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How to Get the Most From Meeting Publishers

  • By Harry Bingham
  • Published 09/27/2011
  • Writing

It’s not all that often that would-be authors get to meet publishers to pitch their work. Mostly, literary agents will take charge of sending your work out to publishers. Assuming that there’s interest in your work, publishers will come back with offers and then, when you do meet publishers face-to-face, they are pitching to you much more than you to them. But that’s not the only way it can happen. A client of ours is, just now, in New York having had three meetings with major NY based publishers. He’s already got a UK deal from a wonderful London-based publisher. Also one in Germany. In the US, however, publishers wanted to meet the guy before committing to an offer. They wanted that meeting not because of any real reservations they had about the manuscript. If they hadn’t liked the material, they wouldn’t have asked for the meeting. Rather, they wanted to see the author himself. See if he could present himself well to the media. See if his vision for the book was the same as theirs. See also if they liked the guy. After all, your working relationship with a publisher will certainly last a year and perhaps considerably more, so you might as well like the person you’re to be working with. So if something like this happens to you, it’s as well to be prepared. The rules to follow are: Be nice. That’s the first commandment of publishing. The book deal you’re involved in is unlikely to involve vast sums of money, either for you or your literary agent or your publisher. So be nice. It makes a difference. Be professional. Know the things you ought to know. What’s the word count of your manuscript? If the MS isn’t yet complete, when will you be able to deliver it? Who are the major authors in your genre? What competing titles are scheduled for release soon? Have these things at your finger tips.

Scrub up a bit. Contrary to widespread belief, publishers aren’t just chasing books by the young and beautiful. They want good books and they don’t much care who writes them. All the same,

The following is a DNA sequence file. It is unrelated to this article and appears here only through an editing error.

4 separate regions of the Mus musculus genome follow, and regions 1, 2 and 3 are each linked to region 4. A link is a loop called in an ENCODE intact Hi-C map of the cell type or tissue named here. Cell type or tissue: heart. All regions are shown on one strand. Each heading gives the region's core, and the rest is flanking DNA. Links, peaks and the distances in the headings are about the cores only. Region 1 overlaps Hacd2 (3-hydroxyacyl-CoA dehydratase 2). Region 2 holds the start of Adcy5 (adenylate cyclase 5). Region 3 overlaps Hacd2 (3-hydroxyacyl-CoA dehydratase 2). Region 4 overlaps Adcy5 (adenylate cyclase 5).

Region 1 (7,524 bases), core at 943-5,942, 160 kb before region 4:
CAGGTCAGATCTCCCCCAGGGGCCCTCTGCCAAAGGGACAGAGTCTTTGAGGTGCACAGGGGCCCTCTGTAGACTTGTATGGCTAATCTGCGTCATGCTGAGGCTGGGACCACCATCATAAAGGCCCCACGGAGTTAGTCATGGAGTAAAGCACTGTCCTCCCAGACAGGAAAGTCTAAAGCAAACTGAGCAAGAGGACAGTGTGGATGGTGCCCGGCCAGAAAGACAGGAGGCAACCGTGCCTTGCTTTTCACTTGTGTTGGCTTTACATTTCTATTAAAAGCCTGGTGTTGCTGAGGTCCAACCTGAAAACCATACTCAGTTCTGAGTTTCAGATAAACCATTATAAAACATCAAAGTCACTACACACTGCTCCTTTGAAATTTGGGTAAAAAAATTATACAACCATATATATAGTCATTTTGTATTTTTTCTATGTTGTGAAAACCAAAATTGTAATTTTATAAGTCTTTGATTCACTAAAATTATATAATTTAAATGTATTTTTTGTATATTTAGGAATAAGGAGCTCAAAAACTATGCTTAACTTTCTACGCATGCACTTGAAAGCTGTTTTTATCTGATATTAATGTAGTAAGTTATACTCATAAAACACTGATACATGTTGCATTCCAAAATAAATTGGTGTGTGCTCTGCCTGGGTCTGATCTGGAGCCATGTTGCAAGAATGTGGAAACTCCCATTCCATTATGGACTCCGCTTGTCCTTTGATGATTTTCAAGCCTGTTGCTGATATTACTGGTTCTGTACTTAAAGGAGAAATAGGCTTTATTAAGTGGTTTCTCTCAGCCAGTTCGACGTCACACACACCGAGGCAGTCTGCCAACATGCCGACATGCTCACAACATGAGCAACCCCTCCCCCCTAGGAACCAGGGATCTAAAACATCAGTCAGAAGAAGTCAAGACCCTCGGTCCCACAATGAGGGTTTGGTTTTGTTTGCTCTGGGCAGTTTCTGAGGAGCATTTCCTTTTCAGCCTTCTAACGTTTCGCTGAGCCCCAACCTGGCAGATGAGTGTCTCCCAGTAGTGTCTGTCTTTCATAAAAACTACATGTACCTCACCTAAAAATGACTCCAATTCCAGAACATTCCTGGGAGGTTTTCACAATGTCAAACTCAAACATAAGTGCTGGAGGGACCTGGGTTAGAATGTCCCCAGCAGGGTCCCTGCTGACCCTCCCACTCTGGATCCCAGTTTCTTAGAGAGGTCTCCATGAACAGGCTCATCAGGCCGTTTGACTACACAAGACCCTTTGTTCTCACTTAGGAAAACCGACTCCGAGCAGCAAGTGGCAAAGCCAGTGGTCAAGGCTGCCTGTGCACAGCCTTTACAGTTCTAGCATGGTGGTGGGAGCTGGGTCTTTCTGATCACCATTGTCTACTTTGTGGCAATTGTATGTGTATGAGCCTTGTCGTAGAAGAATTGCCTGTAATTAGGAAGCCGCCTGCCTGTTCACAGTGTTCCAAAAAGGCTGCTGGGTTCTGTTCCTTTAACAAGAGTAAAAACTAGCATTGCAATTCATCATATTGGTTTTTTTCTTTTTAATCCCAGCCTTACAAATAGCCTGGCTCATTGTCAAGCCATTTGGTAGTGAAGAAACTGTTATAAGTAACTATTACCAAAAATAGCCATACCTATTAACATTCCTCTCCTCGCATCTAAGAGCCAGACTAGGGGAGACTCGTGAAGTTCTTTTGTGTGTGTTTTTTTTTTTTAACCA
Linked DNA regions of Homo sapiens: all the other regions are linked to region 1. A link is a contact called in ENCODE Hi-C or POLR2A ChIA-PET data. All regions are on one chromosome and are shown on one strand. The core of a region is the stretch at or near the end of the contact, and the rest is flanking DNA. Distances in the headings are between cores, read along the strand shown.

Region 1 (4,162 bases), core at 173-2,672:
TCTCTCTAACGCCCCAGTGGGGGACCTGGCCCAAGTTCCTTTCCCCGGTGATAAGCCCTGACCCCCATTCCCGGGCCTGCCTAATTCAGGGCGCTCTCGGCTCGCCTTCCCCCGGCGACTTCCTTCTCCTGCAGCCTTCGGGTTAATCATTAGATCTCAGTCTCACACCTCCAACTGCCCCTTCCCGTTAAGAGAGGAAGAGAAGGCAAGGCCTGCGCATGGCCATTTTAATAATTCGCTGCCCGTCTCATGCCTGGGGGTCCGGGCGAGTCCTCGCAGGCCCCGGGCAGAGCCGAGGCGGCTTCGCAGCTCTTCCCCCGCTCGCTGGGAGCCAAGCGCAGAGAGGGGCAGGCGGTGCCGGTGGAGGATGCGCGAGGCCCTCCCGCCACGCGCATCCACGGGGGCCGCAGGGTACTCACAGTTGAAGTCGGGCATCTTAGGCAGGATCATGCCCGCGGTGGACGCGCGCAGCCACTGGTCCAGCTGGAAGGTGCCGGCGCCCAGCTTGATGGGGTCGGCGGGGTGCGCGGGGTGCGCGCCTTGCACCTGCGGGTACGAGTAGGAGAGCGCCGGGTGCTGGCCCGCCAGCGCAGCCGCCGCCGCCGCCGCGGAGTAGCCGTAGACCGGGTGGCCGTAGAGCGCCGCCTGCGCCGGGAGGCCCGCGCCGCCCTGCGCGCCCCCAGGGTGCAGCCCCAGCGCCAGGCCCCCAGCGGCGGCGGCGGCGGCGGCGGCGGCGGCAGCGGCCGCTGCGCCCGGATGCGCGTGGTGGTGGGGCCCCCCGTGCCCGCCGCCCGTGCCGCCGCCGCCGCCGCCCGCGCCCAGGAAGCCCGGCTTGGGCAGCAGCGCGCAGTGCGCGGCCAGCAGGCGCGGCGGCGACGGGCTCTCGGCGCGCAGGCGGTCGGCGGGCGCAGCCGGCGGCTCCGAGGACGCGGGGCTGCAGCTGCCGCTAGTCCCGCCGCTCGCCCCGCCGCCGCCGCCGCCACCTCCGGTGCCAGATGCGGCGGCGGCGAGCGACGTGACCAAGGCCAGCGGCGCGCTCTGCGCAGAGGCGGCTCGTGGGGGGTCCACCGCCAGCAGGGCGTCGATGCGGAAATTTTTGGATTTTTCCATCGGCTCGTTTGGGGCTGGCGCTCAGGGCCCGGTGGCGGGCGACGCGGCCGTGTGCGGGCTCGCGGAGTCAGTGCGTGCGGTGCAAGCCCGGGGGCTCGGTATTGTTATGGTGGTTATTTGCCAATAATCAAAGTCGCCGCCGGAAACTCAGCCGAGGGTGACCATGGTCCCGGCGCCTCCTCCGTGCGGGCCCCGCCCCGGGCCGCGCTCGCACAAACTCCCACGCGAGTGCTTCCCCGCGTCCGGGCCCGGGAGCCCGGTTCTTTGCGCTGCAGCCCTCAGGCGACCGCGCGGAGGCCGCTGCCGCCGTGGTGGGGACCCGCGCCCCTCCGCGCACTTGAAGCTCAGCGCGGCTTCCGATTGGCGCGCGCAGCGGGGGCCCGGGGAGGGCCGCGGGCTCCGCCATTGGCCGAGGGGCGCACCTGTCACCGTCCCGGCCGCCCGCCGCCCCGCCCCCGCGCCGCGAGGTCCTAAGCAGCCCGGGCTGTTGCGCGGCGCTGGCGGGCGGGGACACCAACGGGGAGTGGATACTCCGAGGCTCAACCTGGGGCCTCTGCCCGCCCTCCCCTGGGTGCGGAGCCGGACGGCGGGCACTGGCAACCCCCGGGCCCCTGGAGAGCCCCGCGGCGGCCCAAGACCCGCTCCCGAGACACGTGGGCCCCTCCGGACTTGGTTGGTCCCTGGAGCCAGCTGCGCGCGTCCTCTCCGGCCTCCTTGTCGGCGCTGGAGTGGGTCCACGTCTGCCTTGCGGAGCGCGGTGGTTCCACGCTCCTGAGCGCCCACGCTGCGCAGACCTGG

you will need to present yourself to the media at some stage, and possible literary festivals and the like as well. So comb your hair, dress half-decently, just take a little smidge of care. Ask questions. It’s fine to ask questions of your potential publisher. When would they schedule release? What format would they release it in? And at what price? When does the e-book come out and at what price? How would they think about marketing it? What kind of cover design do they have in mind? (They won’t have a cover design planned, but they’ll be able to tell you – ideally show you – the approximate kind of cover they’ll be considering.) What success have they had with similar books in this area? It’s OK to ask about numbers. How many hard-backs, how many paper-backs, how many e-books. You learn a lot from these questions – and you make it clear that you are a professional and will work professionally with your team. Take guidance from your literary agent. Your agent will already know these publishers and quite likely the exact people sitting round the table from you. If your agent steers you in or away from a particular direction, then take that guidance. That’s true anyway, but it’s extra true if you’re in a geographical market not your own: a US author pitching to a London publisher, a UK author pitching to a New York publisher. In the first instance, you will almost certainly have a UK literary agent sitting beside you; a US agent next to you in the second case. Those folk are there to help you. Accept that help with gratitude. Don’t forget things digital. Publishers know that digital platform matters, but they are pretty rubbish at helping authors with it. So take a one page sheet setting out what you’ve done already (in terms of blog, website, etc) and explaining what further things you intend to do. Those things won’t swing a deal all on their own, but they do make a difference.

And remember, you can go into those meetings with good heart. You’ve been invited because someone loves your manuscript and just needs a little help to make it all the way to a formal offer. You haven’t quite closed the deal yet, but you’re withing sniffing distance. Now – go close it. Good luck.



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